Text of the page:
Exam 3- Stroke part 1 Flashcards Preview

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Flashcards in Exam 3- Stroke part 1 Deck (70):

A stroke usually ___ but can ___

~usually appears suddenly

~can appear slowly


Some of the slow appearing strokes (2)

  1. ~TIAs,
    • pin stroke,
    • mini strokes
  2. ~hemorrhagic


2 main types of strokes

Ischemic/ Occlusive and Hemorrhagic


what is the most common type of stroke and by how much?

80% of strokes are occlusive


Hemorrhagic- some details (2 things associated with it)

~High blood pressure

~Associated with headaches


Hemorrhagic- Common types (5)

  1. ~berry aneurism
  2. ~AVM (arteriosus venous malformation)
  3. intracerebral hemorrhage
  4. cerebral hemorrhage
  5. subarachnoid hemorrhage


Hemorrhagic- what is berry aneurism?

an out pouching of the circle of willis


Hemorrhagic- what is AVM? (stands for and what it is)

abnormal connection of the artery and vein

(AVM = arteriovenous malformation)


Hemorrhagic- 3 courses for an aneurism

  1. It never bursts
  2. It is detected and fixed before it bursts
    • Pick up on a scan when looking for it
    • Pick it up on a another scan (looking at something different) 
  3. ~it bursts and pt has CVA


2 ways to fix an aneurism

Clip and coil


Clip for an aneurism: when can it be used and how invasive is it?

  • ~can be used for an aneurism that has or has not burst
  • ~Need a craniotomy


Coil for an aneurism:

when can it be used?

what does it do?

and how invasive is it?

  • ~for people for not ruptured~
  • a birds nest of wire that fills the hole
    • ~will cause the body to fill back in the aneurism
  • ~Do not need a craniotomy


Hemorrhagic- how does it injure the brain? (5)

  1. ~cell starved of blood distal to bleed
  2. ~pressure on cells right at the site; usually occlude broken artery
  3. ~pressure away from the site; can act like a contra coup injury
    1. ~other arteries can be occluded
  4. ~may have uncal herniation and/or
  5. midline shift


Hemorrhagic- four typical characteristics of pt in PT

  1. ~wide spread injury/problems
  2. ~will be hard to decide where their symptoms came from
  3. ~will be younger
  4. ~rarely will fully recover


Occlusive- 2 types




Occlusive- what is Thrombolytic

Build up of plaque, etc that will cause a blockage in the artery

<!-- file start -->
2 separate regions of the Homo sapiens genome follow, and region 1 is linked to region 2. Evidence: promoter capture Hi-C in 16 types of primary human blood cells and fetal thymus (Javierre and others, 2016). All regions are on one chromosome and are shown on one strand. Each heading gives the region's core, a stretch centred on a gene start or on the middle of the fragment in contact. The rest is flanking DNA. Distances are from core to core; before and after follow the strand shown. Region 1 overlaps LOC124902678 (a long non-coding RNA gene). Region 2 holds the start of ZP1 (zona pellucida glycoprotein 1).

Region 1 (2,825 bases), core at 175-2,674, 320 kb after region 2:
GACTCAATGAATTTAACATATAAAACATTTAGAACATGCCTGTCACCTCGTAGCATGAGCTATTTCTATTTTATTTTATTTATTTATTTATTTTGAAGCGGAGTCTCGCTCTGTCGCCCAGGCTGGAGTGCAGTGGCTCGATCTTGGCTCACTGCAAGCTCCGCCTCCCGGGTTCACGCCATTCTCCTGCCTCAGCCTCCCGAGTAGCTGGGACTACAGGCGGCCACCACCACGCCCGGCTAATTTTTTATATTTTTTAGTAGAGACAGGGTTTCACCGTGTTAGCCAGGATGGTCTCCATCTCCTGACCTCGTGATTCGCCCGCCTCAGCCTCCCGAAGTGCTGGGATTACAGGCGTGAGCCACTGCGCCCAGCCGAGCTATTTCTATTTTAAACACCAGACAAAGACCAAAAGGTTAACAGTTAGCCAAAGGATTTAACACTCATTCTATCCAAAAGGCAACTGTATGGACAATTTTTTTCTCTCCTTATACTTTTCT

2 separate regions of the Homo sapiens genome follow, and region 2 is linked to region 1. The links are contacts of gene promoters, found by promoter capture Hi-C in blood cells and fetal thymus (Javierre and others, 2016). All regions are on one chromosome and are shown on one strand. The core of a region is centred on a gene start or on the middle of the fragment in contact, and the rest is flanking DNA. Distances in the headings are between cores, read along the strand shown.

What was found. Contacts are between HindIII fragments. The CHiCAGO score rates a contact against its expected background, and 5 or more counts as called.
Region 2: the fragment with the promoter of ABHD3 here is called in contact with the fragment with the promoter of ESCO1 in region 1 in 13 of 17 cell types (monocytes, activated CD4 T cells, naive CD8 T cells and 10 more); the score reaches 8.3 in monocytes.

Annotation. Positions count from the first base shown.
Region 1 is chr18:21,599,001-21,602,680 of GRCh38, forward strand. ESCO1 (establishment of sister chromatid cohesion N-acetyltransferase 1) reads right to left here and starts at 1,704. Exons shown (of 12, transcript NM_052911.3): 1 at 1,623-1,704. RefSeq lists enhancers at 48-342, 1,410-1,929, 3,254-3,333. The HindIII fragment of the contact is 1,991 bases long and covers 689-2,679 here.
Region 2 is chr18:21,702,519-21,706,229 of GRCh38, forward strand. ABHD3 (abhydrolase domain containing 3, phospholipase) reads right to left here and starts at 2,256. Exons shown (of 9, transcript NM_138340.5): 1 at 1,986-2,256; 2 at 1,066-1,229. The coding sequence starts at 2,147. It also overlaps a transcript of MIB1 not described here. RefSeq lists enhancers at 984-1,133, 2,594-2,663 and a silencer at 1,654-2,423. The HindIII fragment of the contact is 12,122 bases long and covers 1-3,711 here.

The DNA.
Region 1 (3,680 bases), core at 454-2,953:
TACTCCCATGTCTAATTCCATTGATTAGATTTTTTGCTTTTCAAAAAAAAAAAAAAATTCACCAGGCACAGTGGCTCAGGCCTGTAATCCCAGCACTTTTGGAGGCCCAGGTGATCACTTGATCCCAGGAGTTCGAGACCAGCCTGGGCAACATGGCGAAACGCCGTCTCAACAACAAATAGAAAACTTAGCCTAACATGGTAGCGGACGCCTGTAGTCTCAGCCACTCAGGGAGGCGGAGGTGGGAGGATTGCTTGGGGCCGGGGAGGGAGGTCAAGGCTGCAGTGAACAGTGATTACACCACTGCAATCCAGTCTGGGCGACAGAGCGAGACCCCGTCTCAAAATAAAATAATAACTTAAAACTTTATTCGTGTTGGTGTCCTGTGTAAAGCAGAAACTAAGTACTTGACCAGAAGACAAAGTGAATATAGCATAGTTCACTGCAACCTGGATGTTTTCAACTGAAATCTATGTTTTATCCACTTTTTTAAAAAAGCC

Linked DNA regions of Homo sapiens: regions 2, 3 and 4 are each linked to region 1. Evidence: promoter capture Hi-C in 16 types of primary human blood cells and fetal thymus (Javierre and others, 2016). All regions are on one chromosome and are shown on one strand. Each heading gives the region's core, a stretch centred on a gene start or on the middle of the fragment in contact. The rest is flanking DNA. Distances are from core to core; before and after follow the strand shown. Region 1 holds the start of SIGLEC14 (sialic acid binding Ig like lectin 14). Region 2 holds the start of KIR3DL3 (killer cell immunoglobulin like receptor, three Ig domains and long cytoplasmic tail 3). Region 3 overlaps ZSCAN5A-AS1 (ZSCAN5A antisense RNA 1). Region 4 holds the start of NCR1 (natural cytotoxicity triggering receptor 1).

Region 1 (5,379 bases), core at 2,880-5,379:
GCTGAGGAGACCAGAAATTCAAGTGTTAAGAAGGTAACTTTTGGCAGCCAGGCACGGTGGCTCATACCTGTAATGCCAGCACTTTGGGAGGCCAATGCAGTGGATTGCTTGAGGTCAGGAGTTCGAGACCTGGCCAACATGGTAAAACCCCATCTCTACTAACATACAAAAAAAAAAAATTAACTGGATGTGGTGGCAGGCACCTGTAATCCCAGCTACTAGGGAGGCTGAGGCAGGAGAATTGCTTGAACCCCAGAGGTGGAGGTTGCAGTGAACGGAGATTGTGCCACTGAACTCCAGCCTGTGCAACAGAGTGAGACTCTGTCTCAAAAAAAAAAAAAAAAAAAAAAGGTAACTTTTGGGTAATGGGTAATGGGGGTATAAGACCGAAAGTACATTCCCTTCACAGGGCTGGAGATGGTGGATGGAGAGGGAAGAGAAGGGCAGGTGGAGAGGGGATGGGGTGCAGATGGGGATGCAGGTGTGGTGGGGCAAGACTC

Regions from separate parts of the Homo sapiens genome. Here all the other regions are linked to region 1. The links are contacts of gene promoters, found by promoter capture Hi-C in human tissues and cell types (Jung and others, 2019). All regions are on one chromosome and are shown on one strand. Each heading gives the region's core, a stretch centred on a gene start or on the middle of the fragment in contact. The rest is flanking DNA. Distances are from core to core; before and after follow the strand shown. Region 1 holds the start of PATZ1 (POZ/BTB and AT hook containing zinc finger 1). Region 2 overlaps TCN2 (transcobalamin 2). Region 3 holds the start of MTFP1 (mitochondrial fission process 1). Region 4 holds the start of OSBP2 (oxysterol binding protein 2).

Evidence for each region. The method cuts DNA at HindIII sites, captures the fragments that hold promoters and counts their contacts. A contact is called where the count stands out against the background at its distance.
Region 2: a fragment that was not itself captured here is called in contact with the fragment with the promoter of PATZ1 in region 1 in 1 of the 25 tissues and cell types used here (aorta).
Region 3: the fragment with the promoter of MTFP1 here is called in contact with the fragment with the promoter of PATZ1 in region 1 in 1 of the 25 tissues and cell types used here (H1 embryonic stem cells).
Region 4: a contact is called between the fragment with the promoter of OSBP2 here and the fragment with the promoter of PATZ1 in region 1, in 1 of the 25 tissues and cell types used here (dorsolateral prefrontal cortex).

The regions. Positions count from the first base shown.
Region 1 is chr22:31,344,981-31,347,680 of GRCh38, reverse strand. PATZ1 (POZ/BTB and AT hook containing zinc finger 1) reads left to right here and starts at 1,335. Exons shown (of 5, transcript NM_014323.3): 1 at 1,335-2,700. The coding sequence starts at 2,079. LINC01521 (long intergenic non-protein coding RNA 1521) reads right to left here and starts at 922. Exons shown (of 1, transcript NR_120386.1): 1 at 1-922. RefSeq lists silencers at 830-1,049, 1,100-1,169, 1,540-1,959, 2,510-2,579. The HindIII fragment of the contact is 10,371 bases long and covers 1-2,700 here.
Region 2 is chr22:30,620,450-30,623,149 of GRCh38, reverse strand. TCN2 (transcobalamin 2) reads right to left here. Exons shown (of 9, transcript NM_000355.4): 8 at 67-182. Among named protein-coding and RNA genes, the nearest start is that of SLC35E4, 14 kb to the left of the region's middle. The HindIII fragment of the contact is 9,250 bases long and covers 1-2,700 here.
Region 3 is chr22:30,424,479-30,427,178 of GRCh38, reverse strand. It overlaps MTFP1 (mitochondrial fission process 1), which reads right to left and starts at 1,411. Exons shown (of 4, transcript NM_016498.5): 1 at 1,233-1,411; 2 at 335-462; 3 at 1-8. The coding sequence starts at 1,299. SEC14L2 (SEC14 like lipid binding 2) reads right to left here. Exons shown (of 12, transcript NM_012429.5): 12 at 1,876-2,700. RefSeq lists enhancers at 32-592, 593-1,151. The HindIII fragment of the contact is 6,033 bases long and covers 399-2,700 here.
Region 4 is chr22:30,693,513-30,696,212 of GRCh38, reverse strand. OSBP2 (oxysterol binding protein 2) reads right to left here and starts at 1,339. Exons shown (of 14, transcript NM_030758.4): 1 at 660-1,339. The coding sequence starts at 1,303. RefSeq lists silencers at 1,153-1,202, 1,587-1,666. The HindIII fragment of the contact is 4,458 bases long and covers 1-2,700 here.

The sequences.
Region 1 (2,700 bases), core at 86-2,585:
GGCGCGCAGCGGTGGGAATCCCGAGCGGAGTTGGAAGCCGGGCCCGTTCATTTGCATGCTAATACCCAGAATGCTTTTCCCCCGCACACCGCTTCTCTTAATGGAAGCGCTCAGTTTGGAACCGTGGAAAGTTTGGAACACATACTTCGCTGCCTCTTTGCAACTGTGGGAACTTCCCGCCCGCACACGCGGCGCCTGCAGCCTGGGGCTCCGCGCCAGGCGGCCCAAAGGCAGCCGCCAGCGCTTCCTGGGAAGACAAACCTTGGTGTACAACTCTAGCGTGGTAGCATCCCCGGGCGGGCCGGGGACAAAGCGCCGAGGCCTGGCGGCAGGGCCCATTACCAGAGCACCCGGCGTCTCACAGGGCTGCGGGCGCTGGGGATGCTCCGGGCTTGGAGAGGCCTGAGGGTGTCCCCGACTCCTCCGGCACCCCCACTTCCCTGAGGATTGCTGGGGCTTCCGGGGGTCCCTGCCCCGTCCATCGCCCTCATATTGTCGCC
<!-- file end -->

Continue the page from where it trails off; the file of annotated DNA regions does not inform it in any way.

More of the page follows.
Occlusive- what is Embolytic?

Blood/plaque/ air/ fat/cancer breaks off and moves (and plugs the artery)


Occlusive- Embolytic- blood clot, three characteristics of emergency treatment

  1. the easiest embolytic occlusion to treat
  2. ~We can do a good a good job getting rid of blood clots with TPA tissue plasminogen activators- thins blood and gets rid of blood clots
  3. ~need to give tPA to someone within 3 hours
    • ~More than 3 hours, the structures distally already starting to die
    • ~Its not worth the risk to thin the blood that much after 3 hours


Occlusive- Embolytic- fat bock: what is a common source?

can caused post surgery



what does it stand for?

what defines it?

Transient ischemic attack

defined by: symptoms resolve within 24 hours


Six characteristics of a Major stroke

  1. ~Complete paralyze on one side
  2. ~High cortical processes loss
  3. ~Has come cognitive loss
  4. ~Speak problems
  5. ~Visual problems
  6. ~Much harder for pt to return to function


Three characteristics of a minor stroke

  1. ~Still the same person you were before- personality stays the same
  2. ~Steppage gait; foot drop; some limb paresis
  3. ~A little sensory or motor deficit; distal portion of the UE or LE


What is a shower stroke?

what is a common cause?


(3 points)

  1. ~Lots of little strokes all over
  2. ~Occlusive, sometimes when a clot breaks off a lot of little clots will break off too
  3. ~Can occur after surgeries when you are trying to prevent/correct for a stroke-
    1. endarterectomy (plaque build up in the carotids)
    2. ~The plaque can lead to a shower stroke if all the plaque is not sucked up


some Diagnosis Tests to test for possible stroke (3)

  • ~Echocardiogram- did it happen from a build up of blood settling in the heart
  • ~CT/ MRI
  • ~Carotid US- did it happen form a build up from plaque in the carotids


12 risk factors for stroke

  1. ~Birth control
  2. ~smoke
  3. ~high blood pressure
  4. ~diabetes
  5. ~high cholesterol
  6. ~sedentary
  7. ~history of CVA
  8. ~A-fib
  9. ~age
  10. ~postmenopausal
  11. ~drinker
  12. ~African American


anterior cerebral artery syndrome- symptoms (7)

  1. ~Contralateral issues
  2. ~LE more than UE- hemiparesis and hemisensory loss
  3. ~More apraxia (inability to perform a task)
  4. ~Problems with imitation and bimanual tasks
  5. ~Slowness, delay, lack of spontaneity, motor inaction
  6. ~High risk of Incontinence issues
  7. ~Higher risk of skin break down


middle cerebral artery syndrome- symptoms (8)

  1. ~80% have MCA
  2. ~80% of MCA have occlusive
  3. ~UE worse than LE- hemiparesis and hemisensory loss
  4. ~Aphasia (problems with speak)- motor speech impairment
  5. ~Perception deficits
  6. ~Limb-kinetic apraxia
  7. ~Homonymous hemianopia (be able to draw this);
  8. Unilateral neglect (think of Bob)


posterior cerebral artery syndrome- symptoms (3)

  1. ~Visual issues
    • *homonymous hemianopsia
    • *can be bilateral homonymous hemianopsia with some degree of macular sparing
    • *visual agnosia
    • *prosopagnosia
  2. ~Cerebellar issues- balance and coordination
  3. ~Memory defect


locked in syndrome is the same as _______, and two characteristics

Vertebrobasilar stroke

  1. ~They can feel and hear everything
  2. ~They can understand


Stroke on the Right- symptoms (10)

  1. ~Visual problems
  2. ~Unilateral defect
  3. ~Impulsive
  4. ~Poor judgment
  5. ~Quick with movements
  6. ~Unaware of impairments
  7. ~Rigid in their thoughts (stubborn)
  8. ~Emotional with negative emotions (and expressing them) and get upset with constructive criticism
  9. ~Have problem with time;
  10. trouble with spatial awareness


Stroke on the Left- symptoms (7)

  1. ~Right motor issues
  2. ~Speak issues (know problems with W and B; Express and receptive)
  3. ~Local aphasia
  4. ~Disorganized
  5. ~Slow and cautious;